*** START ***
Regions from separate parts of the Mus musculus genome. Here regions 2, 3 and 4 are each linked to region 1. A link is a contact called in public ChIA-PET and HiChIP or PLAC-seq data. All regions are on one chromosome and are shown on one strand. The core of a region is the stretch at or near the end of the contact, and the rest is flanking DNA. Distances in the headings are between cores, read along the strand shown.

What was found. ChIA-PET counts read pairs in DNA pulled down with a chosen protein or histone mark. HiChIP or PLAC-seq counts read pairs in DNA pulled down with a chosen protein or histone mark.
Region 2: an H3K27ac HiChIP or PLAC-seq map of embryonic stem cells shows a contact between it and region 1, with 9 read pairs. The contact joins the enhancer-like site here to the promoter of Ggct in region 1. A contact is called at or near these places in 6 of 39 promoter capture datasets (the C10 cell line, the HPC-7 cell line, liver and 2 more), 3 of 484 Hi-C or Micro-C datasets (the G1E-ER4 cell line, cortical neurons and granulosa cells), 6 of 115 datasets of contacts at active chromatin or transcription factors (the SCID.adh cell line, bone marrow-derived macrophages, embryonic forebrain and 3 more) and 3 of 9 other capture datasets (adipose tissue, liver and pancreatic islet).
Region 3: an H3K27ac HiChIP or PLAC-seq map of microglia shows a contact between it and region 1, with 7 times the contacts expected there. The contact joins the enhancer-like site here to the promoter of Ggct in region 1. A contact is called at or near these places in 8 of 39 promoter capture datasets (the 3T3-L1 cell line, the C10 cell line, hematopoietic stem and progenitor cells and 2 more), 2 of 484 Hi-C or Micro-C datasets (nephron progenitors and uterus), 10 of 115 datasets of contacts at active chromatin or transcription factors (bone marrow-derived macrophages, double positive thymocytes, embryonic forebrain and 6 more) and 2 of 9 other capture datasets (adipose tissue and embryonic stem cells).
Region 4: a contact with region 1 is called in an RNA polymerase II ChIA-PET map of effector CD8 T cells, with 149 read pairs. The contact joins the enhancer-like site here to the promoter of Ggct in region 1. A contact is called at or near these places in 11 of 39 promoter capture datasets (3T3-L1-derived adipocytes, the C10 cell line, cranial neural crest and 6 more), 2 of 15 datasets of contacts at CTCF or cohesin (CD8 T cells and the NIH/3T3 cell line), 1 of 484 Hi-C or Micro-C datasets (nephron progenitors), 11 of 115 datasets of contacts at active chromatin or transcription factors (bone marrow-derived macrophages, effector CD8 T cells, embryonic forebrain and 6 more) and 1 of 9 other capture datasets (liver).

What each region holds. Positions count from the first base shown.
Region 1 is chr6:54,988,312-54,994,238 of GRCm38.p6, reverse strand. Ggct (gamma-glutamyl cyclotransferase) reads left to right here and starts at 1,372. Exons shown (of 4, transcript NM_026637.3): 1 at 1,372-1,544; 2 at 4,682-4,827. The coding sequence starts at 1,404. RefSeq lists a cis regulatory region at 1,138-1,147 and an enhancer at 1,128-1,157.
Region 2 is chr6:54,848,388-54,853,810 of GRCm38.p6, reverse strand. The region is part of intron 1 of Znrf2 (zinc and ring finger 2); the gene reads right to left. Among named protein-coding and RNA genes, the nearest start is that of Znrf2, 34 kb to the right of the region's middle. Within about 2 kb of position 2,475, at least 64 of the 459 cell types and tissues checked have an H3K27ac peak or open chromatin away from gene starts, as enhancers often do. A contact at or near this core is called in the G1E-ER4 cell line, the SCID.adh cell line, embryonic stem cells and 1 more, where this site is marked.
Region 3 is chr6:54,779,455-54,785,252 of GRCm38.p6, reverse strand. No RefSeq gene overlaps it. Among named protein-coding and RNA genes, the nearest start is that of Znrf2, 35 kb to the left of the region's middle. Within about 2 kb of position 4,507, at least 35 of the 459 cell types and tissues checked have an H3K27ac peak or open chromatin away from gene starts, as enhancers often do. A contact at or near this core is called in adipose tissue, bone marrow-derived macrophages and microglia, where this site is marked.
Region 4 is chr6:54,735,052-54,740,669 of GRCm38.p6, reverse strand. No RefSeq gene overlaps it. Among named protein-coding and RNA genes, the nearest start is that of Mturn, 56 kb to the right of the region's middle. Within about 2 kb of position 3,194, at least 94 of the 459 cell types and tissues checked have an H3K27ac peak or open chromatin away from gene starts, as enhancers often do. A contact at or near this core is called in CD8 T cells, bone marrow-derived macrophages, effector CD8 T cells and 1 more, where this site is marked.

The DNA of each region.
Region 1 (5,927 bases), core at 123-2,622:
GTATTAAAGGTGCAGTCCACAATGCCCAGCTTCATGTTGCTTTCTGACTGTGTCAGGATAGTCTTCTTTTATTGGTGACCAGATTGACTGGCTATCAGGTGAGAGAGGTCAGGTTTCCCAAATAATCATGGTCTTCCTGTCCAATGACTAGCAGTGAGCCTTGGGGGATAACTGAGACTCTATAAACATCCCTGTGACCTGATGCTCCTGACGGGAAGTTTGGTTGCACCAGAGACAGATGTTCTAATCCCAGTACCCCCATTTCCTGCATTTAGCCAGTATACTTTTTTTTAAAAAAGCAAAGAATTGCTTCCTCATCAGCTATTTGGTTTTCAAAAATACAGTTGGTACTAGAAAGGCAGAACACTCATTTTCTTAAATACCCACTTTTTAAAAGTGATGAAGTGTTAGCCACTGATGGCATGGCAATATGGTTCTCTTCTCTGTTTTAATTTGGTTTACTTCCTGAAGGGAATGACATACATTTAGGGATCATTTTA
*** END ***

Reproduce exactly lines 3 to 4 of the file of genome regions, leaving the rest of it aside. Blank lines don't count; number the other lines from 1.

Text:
Region 2: an H3K27ac HiChIP or PLAC-seq map of embryonic stem cells shows a contact between it and region 1, with 9 read pairs. The contact joins the enhancer-like site here to the promoter of Ggct in region 1. A contact is called at or near these places in 6 of 39 promoter capture datasets (the C10 cell line, the HPC-7 cell line, liver and 2 more), 3 of 484 Hi-C or Micro-C datasets (the G1E-ER4 cell line, cortical neurons and granulosa cells), 6 of 115 datasets of contacts at active chromatin or transcription factors (the SCID.adh cell line, bone marrow-derived macrophages, embryonic forebrain and 3 more) and 3 of 9 other capture datasets (adipose tissue, liver and pancreatic islet).
Region 3: an H3K27ac HiChIP or PLAC-seq map of microglia shows a contact between it and region 1, with 7 times the contacts expected there. The contact joins the enhancer-like site here to the promoter of Ggct in region 1. A contact is called at or near these places in 8 of 39 promoter capture datasets (the 3T3-L1 cell line, the C10 cell line, hematopoietic stem and progenitor cells and 2 more), 2 of 484 Hi-C or Micro-C datasets (nephron progenitors and uterus), 10 of 115 datasets of contacts at active chromatin or transcription factors (bone marrow-derived macrophages, double positive thymocytes, embryonic forebrain and 6 more) and 2 of 9 other capture datasets (adipose tissue and embryonic stem cells).